Featured Research

from universities, journals, and other organizations

Male snails babysit for other dads: Family secrets of marine whelk Solenosteira macrospira

Date:
August 28, 2012
Source:
University of California - Davis
Summary:
Pity the male of the marine whelk, Solenosteira macrospira. He does all the work of raising the young, from egg-laying to hatching -- even though few of the baby snails are his own. Throw in extensive promiscuity and sibling cannibalism, and the species has one of the most extreme life histories in the animal kingdom.

Pity the male of the marine whelk, Solenosteira macrospira. He does all the work of raising the young, from egg-laying to hatching — even though few of the baby snails are his own.
Credit: Image courtesy of University of California - Davis

Pity the male of the marine whelk, Solenosteira macrospira. He does all the work of raising the young, from egg-laying to hatching -- even though few of the baby snails are his own.

Related Articles


The surprising new finding by researchers at the University of California, Davis, puts S. macrospira in a small club of reproductive outliers characterized by male-only child care. Throw in extensive promiscuity and sibling cannibalism, and the species has one of the most extreme life histories in the animal kingdom.

The family secrets of the snail, which lives in tidal mudflats off Baja California, are reported online in a study in the journal Ecology Letters.

In the study, UC Davis researchers report that, on average, only one in four of the hundreds of eggs that a male S. macrospira carries around on his back belong to him. Some carry the offspring of as many as 25 other males.

Such extreme cases provide the raw material on which natural selection can work and shed light on more "mainstream" species, said study author Rick Grosberg, a professor of evolution and ecology at UC Davis.

"It opens our eyes to viewing other kinds of behavior not as weird or harmful but as normal," he said.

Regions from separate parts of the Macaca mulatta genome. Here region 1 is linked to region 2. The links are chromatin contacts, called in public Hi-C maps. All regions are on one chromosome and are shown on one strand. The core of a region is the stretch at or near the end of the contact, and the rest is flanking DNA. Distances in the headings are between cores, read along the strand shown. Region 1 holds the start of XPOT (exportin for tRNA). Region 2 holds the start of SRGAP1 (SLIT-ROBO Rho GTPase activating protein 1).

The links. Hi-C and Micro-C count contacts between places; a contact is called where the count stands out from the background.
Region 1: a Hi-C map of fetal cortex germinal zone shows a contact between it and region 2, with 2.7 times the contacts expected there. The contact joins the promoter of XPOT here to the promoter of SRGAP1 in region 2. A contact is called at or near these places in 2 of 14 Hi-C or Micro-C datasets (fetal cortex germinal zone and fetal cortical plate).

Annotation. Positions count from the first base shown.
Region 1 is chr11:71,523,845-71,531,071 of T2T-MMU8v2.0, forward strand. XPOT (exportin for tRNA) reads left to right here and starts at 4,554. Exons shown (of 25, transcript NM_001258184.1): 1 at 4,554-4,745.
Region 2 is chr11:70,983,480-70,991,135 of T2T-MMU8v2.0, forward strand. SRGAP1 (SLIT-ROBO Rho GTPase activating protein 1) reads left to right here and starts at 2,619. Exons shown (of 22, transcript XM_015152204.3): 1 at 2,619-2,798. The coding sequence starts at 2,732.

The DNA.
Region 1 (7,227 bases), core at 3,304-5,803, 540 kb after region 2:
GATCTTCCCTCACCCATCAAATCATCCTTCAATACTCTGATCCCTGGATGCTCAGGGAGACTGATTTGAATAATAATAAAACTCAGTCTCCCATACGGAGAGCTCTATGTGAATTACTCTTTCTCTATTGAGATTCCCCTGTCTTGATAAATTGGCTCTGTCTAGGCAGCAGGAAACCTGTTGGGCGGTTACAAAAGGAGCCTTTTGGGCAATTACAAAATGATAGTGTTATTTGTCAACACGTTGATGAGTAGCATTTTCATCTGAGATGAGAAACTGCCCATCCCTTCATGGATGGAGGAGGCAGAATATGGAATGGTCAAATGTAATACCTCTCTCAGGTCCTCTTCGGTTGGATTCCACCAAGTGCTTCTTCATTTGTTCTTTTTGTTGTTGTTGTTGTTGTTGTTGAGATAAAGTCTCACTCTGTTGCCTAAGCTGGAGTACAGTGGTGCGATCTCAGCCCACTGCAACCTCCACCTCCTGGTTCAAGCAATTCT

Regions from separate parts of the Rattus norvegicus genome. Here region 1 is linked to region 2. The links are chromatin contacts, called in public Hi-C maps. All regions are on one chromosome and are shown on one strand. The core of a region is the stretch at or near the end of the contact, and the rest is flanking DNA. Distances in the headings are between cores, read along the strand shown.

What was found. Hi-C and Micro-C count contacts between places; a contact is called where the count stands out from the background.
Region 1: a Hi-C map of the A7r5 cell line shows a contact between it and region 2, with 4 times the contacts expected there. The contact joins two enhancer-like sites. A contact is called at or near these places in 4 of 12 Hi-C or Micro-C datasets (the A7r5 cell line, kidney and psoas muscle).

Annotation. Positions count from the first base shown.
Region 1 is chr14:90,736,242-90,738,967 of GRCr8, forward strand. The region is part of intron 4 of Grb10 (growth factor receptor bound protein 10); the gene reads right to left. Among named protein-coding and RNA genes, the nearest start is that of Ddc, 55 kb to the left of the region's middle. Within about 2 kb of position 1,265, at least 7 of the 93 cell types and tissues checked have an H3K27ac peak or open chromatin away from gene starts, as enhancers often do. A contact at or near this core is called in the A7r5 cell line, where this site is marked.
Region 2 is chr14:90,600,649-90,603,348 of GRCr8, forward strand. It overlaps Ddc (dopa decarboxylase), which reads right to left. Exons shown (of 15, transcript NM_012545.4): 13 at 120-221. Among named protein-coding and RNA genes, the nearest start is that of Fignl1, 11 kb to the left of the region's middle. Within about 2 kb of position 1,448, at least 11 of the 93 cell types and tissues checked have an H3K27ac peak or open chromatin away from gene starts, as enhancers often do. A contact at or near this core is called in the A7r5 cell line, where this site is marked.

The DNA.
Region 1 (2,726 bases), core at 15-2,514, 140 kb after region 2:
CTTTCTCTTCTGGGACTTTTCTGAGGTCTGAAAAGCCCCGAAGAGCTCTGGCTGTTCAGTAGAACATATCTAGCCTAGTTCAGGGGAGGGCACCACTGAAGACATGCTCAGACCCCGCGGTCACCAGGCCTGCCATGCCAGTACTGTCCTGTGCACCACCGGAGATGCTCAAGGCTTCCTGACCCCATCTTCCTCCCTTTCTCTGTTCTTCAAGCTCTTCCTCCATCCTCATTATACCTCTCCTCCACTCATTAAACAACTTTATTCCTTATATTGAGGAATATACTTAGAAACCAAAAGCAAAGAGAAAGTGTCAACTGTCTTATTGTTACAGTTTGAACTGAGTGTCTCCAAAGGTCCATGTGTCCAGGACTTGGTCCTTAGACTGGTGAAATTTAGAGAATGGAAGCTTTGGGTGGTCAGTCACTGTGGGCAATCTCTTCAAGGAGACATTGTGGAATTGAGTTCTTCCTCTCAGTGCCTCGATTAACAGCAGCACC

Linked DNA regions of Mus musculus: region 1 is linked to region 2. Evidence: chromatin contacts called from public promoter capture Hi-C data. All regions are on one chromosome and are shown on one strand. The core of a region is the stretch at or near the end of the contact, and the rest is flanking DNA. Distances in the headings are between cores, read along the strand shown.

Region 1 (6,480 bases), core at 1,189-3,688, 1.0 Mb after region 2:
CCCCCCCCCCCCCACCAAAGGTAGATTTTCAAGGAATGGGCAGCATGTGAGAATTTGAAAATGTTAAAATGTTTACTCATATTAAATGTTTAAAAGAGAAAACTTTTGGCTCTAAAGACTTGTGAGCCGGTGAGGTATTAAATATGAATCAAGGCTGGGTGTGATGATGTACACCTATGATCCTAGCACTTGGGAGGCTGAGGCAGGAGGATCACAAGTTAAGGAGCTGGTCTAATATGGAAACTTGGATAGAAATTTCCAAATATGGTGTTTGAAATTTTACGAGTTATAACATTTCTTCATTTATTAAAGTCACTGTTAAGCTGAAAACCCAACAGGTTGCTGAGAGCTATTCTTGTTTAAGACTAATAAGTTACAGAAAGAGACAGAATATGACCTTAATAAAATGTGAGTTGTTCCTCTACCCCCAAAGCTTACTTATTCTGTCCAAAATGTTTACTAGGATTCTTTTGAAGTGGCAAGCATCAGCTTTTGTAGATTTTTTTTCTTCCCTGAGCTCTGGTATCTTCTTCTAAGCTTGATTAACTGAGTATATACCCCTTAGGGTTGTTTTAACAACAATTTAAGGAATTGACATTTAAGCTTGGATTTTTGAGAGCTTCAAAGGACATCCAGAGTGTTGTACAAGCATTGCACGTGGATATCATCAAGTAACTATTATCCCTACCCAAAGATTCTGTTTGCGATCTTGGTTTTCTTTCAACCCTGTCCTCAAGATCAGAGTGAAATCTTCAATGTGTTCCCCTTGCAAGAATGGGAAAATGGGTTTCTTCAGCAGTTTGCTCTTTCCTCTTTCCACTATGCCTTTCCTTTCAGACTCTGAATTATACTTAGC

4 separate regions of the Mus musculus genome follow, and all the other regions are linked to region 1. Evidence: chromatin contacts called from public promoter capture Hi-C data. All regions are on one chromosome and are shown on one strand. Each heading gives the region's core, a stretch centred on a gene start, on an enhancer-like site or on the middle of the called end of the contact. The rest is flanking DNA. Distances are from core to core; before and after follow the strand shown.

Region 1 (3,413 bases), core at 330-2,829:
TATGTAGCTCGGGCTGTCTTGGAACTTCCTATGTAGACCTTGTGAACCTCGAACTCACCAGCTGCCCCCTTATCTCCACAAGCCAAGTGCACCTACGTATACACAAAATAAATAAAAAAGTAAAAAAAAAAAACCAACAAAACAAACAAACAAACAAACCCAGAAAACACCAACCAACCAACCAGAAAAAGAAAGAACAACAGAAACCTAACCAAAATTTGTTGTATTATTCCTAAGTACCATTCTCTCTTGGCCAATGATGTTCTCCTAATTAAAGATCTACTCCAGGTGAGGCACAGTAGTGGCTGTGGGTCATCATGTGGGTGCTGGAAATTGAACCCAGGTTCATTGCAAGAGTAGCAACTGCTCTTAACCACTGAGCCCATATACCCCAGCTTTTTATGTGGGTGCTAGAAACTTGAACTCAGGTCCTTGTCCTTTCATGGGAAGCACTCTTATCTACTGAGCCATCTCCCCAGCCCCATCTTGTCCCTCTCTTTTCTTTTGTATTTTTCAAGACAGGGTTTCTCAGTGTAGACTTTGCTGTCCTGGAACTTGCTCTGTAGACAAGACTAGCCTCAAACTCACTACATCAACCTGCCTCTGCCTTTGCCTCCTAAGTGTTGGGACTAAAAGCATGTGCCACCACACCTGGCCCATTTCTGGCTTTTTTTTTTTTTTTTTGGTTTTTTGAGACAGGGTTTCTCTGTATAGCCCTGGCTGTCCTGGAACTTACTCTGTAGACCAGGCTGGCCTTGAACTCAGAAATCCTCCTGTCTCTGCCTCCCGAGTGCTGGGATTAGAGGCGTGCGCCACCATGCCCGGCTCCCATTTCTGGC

The snails were first described in an amateur shell-collectors newsletter, The Festivus, in 1973. Grosberg started studying the animals in 1994, when he brought some back from a collecting trip and realized that only male snails had egg capsules on their shells.

When the snails mate, the female glues capsules containing hundreds of eggs each to the male's shell.

The male's shell likely acts as a substitute rock, since the snails' habitat offers few surfaces on which to glue eggs, said co-author Stephanie Kamel, a postdoctoral researcher in Grosberg's lab.

Moving in and out with the tide on dad's (or stepdad's) back also protects the egg capsules from the extremes of heat and drying they might face if left on a stationary rock.

A male's shell may become covered in dozens of capsules, each containing up to 250 eggs. As the eggs hatch, a process that takes about a month, some of the baby snails devour the rest of their littermates. Typically only a handful of hatchlings survives the fratricide to emerge from a capsule and crawl away.

Kamel carried out DNA analysis of brood capsules to determine the eggs' parentage. On average, she found that the male snails had sired just 24 percent of the offspring on their backs. Many had sired far less.

"The promiscuity in the female snails is extraordinary," Kamel said, noting that some females mate with as many as a dozen different males.

Why do they do it? Typically in the animal kingdom, females invest more resources in an egg than a male does in a sperm, so mothers have a stronger interest in providing parental care. Males may mate with multiple partners to increase their chances of siring offspring, but typically make less investment in caring for those young. When dads do get involved, it's nearly always because they are assured that all or most of the offspring are their own. Male sea horses, for example, carry developing young in a pouch -- but all are their own genetic offspring.

One explanation could be that caring for the kids just doesn't cost the male snails much. But by tethering individual snails to a post sunk in the sand, Grosberg was able to follow them over time and show that the capsules do impose a significant burden, reflected in weight loss.

It may be that carrying the egg capsules simply represents the best of limited options for the males, Grosberg said, since it's impossible for them to mate without the female attaching an egg capsule to their backs.

Or carrying egg capsules may be a way for a male to show a female that he's good parent material.

"If he wants to get any action, he has to pay the price," Grosberg said.